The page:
The Merriam-Webster dictionary defines accountability as “an obligation or willingness to accept responsibility or to account for one’s actions.”
Why this matters: Accountability to all citizens through regular elections is what distinguishes representative democracy from dictatorship and one-party states. If our leaders were accountable only to a few powerful people, we would be living in an autocracy led by a dictator and his cronies. If our leaders were accountable only to one political party, we would be living in a one-party state like Cuba, the People’s Republic of China, or North Korea. If our leaders were accountable to only one group, we might be led by the propertied class or members of just one race or religion. History shows these outcomes are associated with tyranny, misery, and, often, civil war.
Our ability to monitor our elected officials is much strengthened when we have a wide variety of independent media keeping watch between and during elections. Our system’s additional distinguishing features include horizontal accountability between the federal and state governments and between the legislative, executive, and judicial branches within each (see also Republic and Separation of Powers).
Attribution: Few people are so powerful that they alone are responsible for any specific event in your life. Sometimes people are not to blame at all. Some things are simply acts of nature and God. Often, outcomes result from decisions made by many people within a single political party or from more than one party. Sometimes there is a problem with the incentives within one or more of our institutions. In our Republic, most policy outcomes result from interactions between citizens and their lobbyists, multiple layers of government, and multiple actors within each layer.
Factionalism: Alexander Hamilton and James Madison feared the possibility of a government that felt accountable to only one faction. Madison defined faction in Federalist 10 as “a number of citizens, whether amounting to a minority or majority of the whole, who are united and actuated by some common impulse of passion, or of interest, adverse to the rights of other citizens, or to the permanent and aggregate interests of the community.” (CFFAD’s italics.) Madison argued the solution was to inhibit the domination of factions by avoiding direct democracy and relying instead on large-scale representative democracy. The large scale, he expected, would promote the interests of many small factions while diluting the formation of any majority faction. For others, that solution is unworkable without the extension of voting rights to all adult Americans. Both solutions are in play today, but both face challenges. Modern communications and media make factionalism (polarization) easier than ever, while some citizens are uncomfortable allowing all adult citizens to vote.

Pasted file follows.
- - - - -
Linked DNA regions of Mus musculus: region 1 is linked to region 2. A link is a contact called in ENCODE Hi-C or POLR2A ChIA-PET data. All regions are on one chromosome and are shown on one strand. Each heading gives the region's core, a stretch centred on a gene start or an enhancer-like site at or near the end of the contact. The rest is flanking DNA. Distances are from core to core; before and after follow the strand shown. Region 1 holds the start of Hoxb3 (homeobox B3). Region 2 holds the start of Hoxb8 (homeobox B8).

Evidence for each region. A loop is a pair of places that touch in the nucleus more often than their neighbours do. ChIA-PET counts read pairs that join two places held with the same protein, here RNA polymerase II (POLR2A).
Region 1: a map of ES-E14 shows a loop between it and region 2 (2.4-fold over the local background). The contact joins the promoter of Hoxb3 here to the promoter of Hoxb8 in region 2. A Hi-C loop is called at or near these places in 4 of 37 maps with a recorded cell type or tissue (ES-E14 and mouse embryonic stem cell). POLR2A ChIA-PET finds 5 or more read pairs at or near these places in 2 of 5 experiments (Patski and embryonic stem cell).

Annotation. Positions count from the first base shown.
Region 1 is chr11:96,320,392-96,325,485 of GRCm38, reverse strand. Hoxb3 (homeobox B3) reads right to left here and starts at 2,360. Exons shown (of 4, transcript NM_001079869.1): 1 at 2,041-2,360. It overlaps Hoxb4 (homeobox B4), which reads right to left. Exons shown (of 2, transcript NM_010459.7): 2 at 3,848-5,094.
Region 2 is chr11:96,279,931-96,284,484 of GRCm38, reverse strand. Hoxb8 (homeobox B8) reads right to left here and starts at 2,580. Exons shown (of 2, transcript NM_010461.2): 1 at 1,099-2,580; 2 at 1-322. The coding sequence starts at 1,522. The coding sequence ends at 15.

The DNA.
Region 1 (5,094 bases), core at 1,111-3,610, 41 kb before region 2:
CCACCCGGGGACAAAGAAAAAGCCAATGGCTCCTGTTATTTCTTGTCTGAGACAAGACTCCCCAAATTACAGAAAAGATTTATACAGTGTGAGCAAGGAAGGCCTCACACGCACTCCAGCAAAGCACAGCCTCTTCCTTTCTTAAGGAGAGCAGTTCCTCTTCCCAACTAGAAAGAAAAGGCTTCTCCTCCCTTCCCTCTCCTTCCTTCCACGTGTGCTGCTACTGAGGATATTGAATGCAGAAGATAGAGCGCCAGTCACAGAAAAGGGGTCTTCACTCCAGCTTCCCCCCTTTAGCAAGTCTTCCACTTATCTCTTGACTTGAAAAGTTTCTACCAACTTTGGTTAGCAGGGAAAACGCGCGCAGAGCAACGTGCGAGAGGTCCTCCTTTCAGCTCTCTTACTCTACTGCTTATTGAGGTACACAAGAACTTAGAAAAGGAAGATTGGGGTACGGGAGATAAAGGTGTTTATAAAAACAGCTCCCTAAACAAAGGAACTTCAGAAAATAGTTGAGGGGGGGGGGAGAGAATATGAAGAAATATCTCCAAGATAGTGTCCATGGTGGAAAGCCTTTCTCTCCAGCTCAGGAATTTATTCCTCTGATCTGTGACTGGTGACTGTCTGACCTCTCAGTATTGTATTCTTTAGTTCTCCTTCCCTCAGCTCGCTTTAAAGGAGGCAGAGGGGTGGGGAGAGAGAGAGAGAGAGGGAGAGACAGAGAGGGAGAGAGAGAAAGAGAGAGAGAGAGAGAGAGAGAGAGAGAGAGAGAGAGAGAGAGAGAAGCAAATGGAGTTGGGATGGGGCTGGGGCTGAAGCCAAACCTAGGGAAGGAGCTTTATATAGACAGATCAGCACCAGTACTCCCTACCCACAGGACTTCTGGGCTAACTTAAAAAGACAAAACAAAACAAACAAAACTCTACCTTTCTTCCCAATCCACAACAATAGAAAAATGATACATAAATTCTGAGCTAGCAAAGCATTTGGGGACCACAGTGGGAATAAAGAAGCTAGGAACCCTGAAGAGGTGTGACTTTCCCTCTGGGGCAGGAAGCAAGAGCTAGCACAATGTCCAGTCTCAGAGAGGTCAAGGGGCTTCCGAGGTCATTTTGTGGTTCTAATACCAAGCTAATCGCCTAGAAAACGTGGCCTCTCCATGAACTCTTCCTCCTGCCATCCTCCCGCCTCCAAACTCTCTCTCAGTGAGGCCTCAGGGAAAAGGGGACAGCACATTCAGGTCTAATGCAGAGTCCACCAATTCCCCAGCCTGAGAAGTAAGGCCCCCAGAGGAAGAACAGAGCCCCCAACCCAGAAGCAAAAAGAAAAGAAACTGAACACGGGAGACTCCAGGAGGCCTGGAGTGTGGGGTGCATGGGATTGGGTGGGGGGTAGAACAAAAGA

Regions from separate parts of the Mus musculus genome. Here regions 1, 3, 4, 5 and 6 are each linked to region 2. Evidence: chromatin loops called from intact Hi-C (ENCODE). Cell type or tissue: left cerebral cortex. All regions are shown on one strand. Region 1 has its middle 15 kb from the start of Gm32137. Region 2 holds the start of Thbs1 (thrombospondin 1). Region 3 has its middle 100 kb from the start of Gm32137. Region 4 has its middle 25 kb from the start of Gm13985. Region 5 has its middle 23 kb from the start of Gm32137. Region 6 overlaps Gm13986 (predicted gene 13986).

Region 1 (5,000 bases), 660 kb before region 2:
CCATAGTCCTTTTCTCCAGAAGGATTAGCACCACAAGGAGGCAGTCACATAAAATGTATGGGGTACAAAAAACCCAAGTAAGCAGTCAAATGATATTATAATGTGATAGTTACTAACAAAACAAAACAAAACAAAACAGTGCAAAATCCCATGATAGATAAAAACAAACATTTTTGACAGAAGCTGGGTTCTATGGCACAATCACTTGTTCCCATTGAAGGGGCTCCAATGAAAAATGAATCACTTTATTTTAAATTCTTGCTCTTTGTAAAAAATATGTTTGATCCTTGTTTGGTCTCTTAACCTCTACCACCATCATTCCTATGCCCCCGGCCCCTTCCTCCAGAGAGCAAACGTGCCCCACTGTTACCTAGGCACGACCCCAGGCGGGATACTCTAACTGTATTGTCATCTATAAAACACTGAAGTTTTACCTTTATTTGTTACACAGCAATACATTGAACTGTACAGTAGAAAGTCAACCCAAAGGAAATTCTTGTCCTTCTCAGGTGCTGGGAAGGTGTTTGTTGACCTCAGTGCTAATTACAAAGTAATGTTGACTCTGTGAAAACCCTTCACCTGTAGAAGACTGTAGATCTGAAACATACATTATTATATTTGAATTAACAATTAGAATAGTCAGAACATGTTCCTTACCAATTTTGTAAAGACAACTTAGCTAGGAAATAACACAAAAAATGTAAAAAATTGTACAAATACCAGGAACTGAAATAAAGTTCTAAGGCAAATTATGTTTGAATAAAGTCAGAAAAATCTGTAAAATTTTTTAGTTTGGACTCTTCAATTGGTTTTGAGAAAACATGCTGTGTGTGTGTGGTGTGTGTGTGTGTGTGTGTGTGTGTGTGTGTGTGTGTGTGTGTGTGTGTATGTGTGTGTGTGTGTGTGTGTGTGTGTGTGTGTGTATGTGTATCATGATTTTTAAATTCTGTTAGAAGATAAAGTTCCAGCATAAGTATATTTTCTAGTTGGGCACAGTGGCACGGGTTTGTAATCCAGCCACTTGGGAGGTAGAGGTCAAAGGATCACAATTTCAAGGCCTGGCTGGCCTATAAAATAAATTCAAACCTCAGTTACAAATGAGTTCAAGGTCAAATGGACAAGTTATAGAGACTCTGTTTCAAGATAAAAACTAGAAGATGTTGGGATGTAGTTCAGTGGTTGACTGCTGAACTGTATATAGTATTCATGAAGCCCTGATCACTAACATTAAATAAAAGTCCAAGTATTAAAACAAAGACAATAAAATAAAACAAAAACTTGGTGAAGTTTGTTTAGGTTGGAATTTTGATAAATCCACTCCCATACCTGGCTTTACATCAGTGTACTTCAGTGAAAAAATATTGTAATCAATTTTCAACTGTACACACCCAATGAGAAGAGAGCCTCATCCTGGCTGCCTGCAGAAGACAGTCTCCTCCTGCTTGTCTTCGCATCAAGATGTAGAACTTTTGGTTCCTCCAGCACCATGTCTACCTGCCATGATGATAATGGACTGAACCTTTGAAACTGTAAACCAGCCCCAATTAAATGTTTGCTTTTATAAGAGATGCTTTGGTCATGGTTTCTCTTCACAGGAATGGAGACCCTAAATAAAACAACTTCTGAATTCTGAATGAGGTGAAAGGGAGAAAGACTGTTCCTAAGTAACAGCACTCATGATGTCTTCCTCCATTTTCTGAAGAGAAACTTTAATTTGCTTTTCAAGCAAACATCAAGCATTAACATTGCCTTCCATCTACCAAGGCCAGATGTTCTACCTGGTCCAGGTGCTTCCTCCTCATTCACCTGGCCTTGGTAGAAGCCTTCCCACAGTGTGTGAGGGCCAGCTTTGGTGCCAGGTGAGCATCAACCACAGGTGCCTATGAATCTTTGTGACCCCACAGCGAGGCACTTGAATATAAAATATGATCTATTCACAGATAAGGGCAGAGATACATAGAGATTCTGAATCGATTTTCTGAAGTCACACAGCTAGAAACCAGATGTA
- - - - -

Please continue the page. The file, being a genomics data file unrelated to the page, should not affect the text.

Federalism: Accountability can be easier in state and local governments. Local office-holders and candidates know our problems better, and we know our local officials better. Federalism can also make accountability more difficult when citizens are confused about whom to hold accountable for policy failures. This difficulty happens when citizens do not know which government is responsible for specific services and whether other government arenas are involved. Many citizens incorrectly think that the federal government does it all, or at least directs it all. That sort of outcome is more likely under cooperative and coercive models of federalism than dual federalism. (See our short course on federalism.)
Election cycles: Few leaders would want to participate in a representative democracy if elections were held just once and never repeated. They want to be assured they can compete again and again, even if they lose sometimes. Thus, elections need to be held fairly frequently and, ideally, on a regular schedule. In Federalist 53, however, Madison points out there is a tension between frequent elections and the time legislators need to learn the issues.
Term limits: On the one hand, term limits were invented as one way to prohibit elected officials from using their power to entrench themselves in office. On the other hand, barring officials from running again denies voters access to the experience gained from working in the system. It can also free officials to behave as badly as they wish since the voters no longer matter.« Back to Glossary Index